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Thread: Tree roots frequently clog drain line

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  1. #1
    DIY Junior Member
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    Default Tree roots frequently clog drain line

    I live in a 43 year old townhouse condo, where my main (cast iron) sewer runs past a tree in the common area which frequently clogs the line with roots. Problem is, I get no warning it's gonna clog until my guest bath toilet overflows. The toilet is the lowest open drain in the house. Since I'll never be able to remove the tree and since rooting out the line several times a year is getting expensive, I was wondering if there is some kind of overflow tank or system I could install and keep an eye on? Any other tips on keeping the line open, short of replacing the line? Anyone had success with lining the pipe?
    Thanks in advance.

  2. #2
    Plumber Cass's Avatar
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    Have someone treat the line with Root-X once a year and it should not reoccur until the time comes that it will have to be dug up and replaced...

    Root-X is a foaming root killer that works...you must follow directions...It is best to do it right after the roots have been cut but will work any time...

    You may want to check your contract as many times anything outside the condo is the associations responsibility...

  3. #3
    Plunger/TurdPuncher kingsotall's Avatar
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    Rid-X

    I like this guy. "If it ain't at the cleanout then we check the septic. If that ain't it we dig up the whole leech field. Cost, 6000 grand."

    Forget them camera inspections, waste 'o time. The whole thing gots to go.
    Wonder if he has rooter in his nameż

  4. #4
    Illinois Licensed Plumber SewerRatz's Avatar
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    Ideally your main sewer should only need rodding once every two years. Thats how long we guarantee our roddings and it works out very well for us. Tree roots need to be cut out on a preventive maintenance every other year just like having to cut the grass every other week. If it is clogging up more than once a year, there might be a defect in the pipe, or the person doing the cleaning is not doing a proper job. When we get a recall I re-rod the sewer and run a camera down the line to see whats going on down there. This way we all are better informed on what the issue is.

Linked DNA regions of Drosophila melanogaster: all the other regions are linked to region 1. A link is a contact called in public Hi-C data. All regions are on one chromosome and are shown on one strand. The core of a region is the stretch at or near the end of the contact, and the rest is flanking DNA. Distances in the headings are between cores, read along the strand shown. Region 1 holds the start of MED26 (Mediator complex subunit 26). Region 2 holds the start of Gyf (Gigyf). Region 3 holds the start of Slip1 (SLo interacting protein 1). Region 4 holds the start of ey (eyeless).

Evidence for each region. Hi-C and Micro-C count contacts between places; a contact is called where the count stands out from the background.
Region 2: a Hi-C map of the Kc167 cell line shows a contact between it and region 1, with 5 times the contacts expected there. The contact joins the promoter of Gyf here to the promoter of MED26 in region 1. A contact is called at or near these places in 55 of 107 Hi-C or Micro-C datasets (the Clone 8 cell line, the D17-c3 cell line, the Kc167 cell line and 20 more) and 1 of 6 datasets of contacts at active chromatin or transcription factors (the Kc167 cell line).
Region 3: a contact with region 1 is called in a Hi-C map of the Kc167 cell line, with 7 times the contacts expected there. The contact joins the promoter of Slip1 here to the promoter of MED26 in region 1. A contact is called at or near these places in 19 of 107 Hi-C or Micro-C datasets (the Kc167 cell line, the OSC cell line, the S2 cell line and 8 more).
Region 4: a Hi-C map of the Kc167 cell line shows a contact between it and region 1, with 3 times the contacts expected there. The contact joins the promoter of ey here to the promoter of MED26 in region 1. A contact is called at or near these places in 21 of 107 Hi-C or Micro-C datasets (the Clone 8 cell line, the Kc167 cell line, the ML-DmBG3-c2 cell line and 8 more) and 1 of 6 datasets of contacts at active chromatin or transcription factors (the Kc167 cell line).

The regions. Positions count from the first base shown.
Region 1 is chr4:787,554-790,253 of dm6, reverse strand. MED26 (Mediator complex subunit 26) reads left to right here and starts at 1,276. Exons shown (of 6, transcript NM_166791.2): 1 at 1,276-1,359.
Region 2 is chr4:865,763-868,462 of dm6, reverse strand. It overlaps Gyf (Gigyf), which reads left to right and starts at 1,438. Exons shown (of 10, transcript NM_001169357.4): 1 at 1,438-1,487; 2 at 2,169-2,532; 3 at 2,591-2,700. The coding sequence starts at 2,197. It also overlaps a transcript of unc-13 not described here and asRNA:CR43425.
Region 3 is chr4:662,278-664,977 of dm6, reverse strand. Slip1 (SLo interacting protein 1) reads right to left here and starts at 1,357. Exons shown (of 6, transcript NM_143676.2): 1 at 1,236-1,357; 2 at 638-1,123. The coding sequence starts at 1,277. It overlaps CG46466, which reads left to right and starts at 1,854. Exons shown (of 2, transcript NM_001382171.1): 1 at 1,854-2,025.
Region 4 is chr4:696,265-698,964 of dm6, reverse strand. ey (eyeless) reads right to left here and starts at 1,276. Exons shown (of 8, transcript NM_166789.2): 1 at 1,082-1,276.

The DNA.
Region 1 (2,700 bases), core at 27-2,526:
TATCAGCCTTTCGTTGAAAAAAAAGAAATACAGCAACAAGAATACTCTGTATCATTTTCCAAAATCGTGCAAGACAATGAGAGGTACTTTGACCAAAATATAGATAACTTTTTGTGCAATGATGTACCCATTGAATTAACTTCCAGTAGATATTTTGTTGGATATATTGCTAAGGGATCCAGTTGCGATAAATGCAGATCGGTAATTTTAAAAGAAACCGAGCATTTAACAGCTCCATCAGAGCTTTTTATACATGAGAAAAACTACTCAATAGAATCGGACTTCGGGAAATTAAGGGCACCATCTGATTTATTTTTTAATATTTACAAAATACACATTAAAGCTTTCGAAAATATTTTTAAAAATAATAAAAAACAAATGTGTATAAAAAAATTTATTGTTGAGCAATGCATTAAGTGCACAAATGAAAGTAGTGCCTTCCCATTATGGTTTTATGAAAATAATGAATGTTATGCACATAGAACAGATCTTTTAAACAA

Root-X is a very good aid in slowing the root growth, it does need to be applied once a year, and you need to use enough product to ensure your whole sewer service is been properly treated. Root-X tells you how much product is needed for your size pipe and length.

  5. #5
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    Thanks Sewer Rats and Cass. The association makes availalble once-a-year rooting at bulk rates, a measly $40. I was shocked when I had to pay $280 for the same service on an individual basis.
    The roots are the responsibility of the association, but it could be argued that I didn't maintain the line if cracks or holes are found in my part of it. In any case, I'd rather not get into a legal battle costing much more than the 30-40 feet of pipe would.

    KINGSOTALL: I think you replied to the wrong post, you don't make sense to me.

    ANYONE: any experience with lining pipes with resin and cloth? Is this a durable alternative to digging up the pipe? Seems worth a try, especially since it's less expensive.

  6. #6
    Illinois Licensed Plumber SewerRatz's Avatar
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    Quote Originally Posted by gpdewitt View Post
    Thanks Sewer Rats and Cass. The association makes availalble once-a-year rooting at bulk rates, a measly $40. I was shocked when I had to pay $280 for the same service on an individual basis.
    The roots are the responsibility of the association, but it could be argued that I didn't maintain the line if cracks or holes are found in my part of it. In any case, I'd rather not get into a legal battle costing much more than the 30-40 feet of pipe would.

    KINGSOTALL: I think you replied to the wrong post, you don't make sense to me.

    ANYONE: any experience with lining pipes with resin and cloth? Is this a durable alternative to digging up the pipe? Seems worth a try, especially since it's less expensive.
    Relining is not less expensive. Get a few quotes. The city of Naperville has been relining homeowner sewers to help stop infiltration of ground water. It stands up well.

  7. #7
    Plunger/TurdPuncher kingsotall's Avatar
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    Oh, sorry I just hijacked this thread to post that commercial. Saw it this morning and had to post it.

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